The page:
“The old religious songs that Kim sings on this album describe a world that resonates amazingly well with our own time, even if they use old-fashioned words like delusion and the abyss of depravity”, says KKV manager Erik Hillestad, who is the producer and technician for the release. “The songs convey that there is hope and that we are fundamentally safe because of God’s love. This is not an escape from reality, but comforting words that are needed in these times, and not least this is communicated with music that relieves and strengthens us.”
The third man in the constellation, trumpeter Arve Henriksen, is not present at Kulturkirken Jakob this morning. It was here that he, together with Kim Rysstad and Tord Gustavsen, stayed for three days in January for the recording.
Something in common
In May, there will be a release party of a quieter kind in another church, the small medieval church Tanum in Bærum, Norway, where Gustavsen is a part-time cantor. At Pentecost, the Deep Breaths festival is on tour with its meditative music, and the “Wandering Children” hymns will be performed there on 27 May. It was also in Tanum that the collaboration between the singer and the pianist started after they had first met at a Christmas concert.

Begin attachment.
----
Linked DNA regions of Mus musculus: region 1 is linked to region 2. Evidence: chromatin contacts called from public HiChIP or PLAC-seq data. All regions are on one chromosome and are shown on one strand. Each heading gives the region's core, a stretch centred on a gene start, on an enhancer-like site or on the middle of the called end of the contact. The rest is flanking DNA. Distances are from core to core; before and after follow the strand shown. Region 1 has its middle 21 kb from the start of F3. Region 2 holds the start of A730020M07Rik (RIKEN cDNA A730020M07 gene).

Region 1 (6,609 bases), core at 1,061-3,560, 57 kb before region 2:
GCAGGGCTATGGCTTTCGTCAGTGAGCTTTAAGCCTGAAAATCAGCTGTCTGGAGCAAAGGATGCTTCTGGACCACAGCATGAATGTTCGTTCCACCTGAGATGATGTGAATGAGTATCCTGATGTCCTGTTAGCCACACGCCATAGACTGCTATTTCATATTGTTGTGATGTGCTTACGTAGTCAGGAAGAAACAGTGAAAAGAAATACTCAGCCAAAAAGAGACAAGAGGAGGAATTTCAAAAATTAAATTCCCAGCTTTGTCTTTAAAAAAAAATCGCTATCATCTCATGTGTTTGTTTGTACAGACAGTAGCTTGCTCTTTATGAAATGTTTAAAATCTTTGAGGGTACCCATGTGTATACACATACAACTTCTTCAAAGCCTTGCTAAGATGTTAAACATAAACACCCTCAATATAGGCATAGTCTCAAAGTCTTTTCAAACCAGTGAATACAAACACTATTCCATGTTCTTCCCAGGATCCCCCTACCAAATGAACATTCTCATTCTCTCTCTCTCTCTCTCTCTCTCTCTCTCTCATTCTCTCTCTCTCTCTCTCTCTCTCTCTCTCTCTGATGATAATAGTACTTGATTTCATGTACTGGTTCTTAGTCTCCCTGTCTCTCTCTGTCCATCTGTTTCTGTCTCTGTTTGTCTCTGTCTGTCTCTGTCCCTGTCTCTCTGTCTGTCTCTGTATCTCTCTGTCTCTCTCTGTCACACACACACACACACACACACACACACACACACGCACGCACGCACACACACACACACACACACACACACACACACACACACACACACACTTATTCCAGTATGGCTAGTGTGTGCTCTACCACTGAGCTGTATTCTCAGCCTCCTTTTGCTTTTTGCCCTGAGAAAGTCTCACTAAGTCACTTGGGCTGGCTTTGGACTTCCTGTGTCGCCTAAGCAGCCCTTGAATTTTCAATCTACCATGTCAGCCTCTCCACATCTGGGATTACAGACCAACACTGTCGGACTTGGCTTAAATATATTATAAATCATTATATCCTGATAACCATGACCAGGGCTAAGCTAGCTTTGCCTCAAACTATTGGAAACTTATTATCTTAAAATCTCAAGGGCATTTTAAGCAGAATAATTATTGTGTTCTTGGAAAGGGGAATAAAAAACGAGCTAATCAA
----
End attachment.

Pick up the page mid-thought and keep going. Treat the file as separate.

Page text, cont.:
“I noticed something we had in common. We share a great affection for the hymn collection, especially the part that is based on the melody of old folk tunes,” says Gustavsen. Now he thinks that their common material and interaction has become so strong, and that Kim Rysstad is such an important transmitter of tradition, that it should be recorded for posterity.